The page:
Teaching Writing: Revision and Why We Do It

I started teaching college writing in 2005 when I was still an MA student, and my writing skills were  just a few steps ahead of my students’. Over the ensuing years, I’ve become a better writer, but each new cohort of students in my classroom faces struggles similar to those of the first students. As the distance between my struggles and my students’ struggles has become greater, I’ve had to think more analytically about my writing practice in order to be able to teach academic writing effectively. This is part of a series of blog posts about guiding students through different stages of the writing process.

This post focuses on revision, the stage of the writing process in which we think about ideas and organization, and also a stage of the writing process that my undergraduate students resist engaging in.

For a long time, I was stymied by my undergraduate students’ resistance toward revising their writing. At first, I thought they were being lazy or failing at time management because they clearly must have known how important revision is!

Except they didn’t know.

After a lot of observation and listening, I learned that many of my students view revision not as a necessary and normal part of the writing process but as a kind of punishment for having submitted an inferior project. Making significant changes to a paper that had already been read by peers and the instructor was tantamount to admitting the failure of the draft.

They’re not wrong. Revision is an admission of failure. When we sit down to revise, we acknowledge that our draft falls short of perfection. The difference between experienced writers and my revision-resistant students, though, is that we didn’t expect perfection in the first place.

The problem is that when we consume other people’s writing, we see only the most polished version, the version that may have gone through multiple iterations of revision and editing by the writer, by the writer’s peers, and by an editor. We see only the product, not the process.

Here are some things that I do to convince my students that engaging in revision will actually make their written work better, to make the process more visible.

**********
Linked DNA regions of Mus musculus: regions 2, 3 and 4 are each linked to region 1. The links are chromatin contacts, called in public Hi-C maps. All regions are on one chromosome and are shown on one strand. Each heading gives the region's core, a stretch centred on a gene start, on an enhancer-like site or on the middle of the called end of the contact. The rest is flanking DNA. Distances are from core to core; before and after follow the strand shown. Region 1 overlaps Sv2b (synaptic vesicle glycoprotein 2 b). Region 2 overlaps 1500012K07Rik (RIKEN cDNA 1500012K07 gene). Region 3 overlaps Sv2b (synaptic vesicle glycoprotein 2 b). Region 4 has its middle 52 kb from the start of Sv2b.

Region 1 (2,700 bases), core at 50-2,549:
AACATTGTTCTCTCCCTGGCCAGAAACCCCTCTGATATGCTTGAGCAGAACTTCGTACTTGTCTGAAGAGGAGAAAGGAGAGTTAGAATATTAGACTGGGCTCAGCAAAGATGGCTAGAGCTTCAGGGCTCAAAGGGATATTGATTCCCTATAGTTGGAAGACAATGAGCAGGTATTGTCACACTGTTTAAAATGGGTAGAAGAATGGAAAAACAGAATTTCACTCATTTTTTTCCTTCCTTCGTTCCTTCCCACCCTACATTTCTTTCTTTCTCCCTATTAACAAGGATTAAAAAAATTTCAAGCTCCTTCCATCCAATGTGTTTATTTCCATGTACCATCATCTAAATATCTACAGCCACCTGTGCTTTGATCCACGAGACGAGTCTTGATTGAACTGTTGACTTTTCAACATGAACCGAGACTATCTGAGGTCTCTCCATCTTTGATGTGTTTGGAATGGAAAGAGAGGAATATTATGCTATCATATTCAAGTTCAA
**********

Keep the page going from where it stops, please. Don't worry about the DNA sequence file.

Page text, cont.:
• We read Anne Lamott’s “Shitty First Drafts,” sometimes as a homework assignment, sometimes out loud in class.
  • I show them an intermediate draft of one of my MA project papers, which has comments and edits in four different inks, one for each of the four people who commented. And another intermediate draft that has been sliced into numbered paragraphs and rearranged.
  • I talk about my current revision process and how it is challenging and frustrating and rewarding.
  • I tell them, over and over, that revision is where the magic happens. I say this so often, that I should put it on a tote bag.
  • When the students are preparing to submit first drafts for peer review and evaluation, we discuss what it means to have a complete first draft–that the draft should move through the complete arc of the paper from beginning to middle to end, but that it may have holes or ugly paragraphs or snarly sentences. First drafts, I tell them, are supposed to be ugly.

Once I understood that student resistance to revision was coming, not from laziness or bad time management, but from a fundamental misunderstanding of revision’s role in the writing process, I was able to change the way I presented it to them. When I acknowledge that revision is not easy, when I  join the students’ wrestling with the vulnerability of sharing imperfect work, more of them are willing to entertain the idea that revision is where the magic happens.

For strategies for teaching revision in the classroom, see this post.

 

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